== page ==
Jeff Gordon takes blame for disappointing finish at Talladega: ‘You want to seize those opportunities’

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TALLADEGA, Ala. – For the second time in five races, Jeff Gordon was left wrestling with the agony of leaving a Sprint Cup track empty-handed despite having a car capable of winning.

Even more frustrating was that the blame for Sunday’s squandered chance at Talladega Superspeedway squarely fell on his shoulders.

“You want to seize those opportunities,” said Gordon, who finished 31st in the Geico 500 despite the No. 24 Chevrolet leading 47 of 188 laps after starting on the pole position. “This was an opportunity for us. We had an awesome race car. I definitely feel like we had the best race car.

“Junior was good, Jimmie was good, but I felt like we were amazing. That’s frustrating. I think the most frustrating thing is making a mistake. At Martinsville, I made a mistake. Here I made a mistake. We’ve got to eliminate those mistakes when we have race cars like this, because we have an awesome race team.”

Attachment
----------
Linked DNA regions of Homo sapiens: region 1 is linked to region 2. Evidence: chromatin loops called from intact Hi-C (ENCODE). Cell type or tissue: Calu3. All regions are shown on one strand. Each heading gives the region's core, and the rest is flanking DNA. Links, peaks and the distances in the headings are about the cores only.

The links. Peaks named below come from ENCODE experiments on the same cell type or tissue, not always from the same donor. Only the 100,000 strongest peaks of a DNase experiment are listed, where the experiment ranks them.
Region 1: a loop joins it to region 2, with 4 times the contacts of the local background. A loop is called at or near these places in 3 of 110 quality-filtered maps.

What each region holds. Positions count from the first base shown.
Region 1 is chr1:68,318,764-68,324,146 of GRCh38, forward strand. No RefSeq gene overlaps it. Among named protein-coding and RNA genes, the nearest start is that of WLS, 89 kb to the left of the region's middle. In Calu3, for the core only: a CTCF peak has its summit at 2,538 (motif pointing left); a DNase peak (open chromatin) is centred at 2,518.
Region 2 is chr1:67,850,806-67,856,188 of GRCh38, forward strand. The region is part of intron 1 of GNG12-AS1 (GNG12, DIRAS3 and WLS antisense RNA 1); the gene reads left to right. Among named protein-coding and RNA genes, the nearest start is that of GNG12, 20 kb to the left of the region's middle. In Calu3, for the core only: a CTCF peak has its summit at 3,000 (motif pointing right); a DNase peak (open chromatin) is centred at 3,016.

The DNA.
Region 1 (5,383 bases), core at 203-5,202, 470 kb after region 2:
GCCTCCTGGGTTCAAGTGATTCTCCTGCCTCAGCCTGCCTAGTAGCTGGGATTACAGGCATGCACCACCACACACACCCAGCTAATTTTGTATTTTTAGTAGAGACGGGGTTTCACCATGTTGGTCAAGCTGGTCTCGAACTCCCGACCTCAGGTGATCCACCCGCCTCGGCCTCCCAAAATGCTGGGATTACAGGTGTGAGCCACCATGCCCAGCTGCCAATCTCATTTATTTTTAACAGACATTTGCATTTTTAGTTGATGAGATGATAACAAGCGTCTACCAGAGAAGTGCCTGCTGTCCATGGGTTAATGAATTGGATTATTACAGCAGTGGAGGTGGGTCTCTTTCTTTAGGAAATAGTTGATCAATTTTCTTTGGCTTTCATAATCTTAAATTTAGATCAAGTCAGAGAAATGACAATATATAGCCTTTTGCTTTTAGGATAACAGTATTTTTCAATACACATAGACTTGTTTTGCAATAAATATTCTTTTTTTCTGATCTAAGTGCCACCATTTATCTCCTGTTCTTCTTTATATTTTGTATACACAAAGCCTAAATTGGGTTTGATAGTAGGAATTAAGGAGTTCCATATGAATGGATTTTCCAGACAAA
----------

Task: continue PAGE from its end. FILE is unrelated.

Just as in the March 29 race at Martinsville Speedway, the critical error was a speeding penalty on the final stop.

Gordon was entering the pits just before the caution flew for an engine failure in the Chevy of Austin Dillon.

As he stabbed the brakes entering the pits, he knew something immediately was wrong.

“The car wasn’t slowing down,” he said. “I don’t know if I got on the splitter, but it would not slow down. I knew I was speeding.”

NASCAR executive vice president Steve O’Donnell tweeted that Gordon was caught speeding in the first two sections, roughly 20 mph over in the first sector

“I’m not happy with myself, really,” Gordon said. “I made that mistake coming to pit road. That was a make or break moment in the race. It could have put us in the lead. Instead, we were the tail end of longest line.”

After restarting in 31st with 26 laps remaining, the four-time series champion made up some ground but still was outside the top 10 when he was caught in a last-lap crash.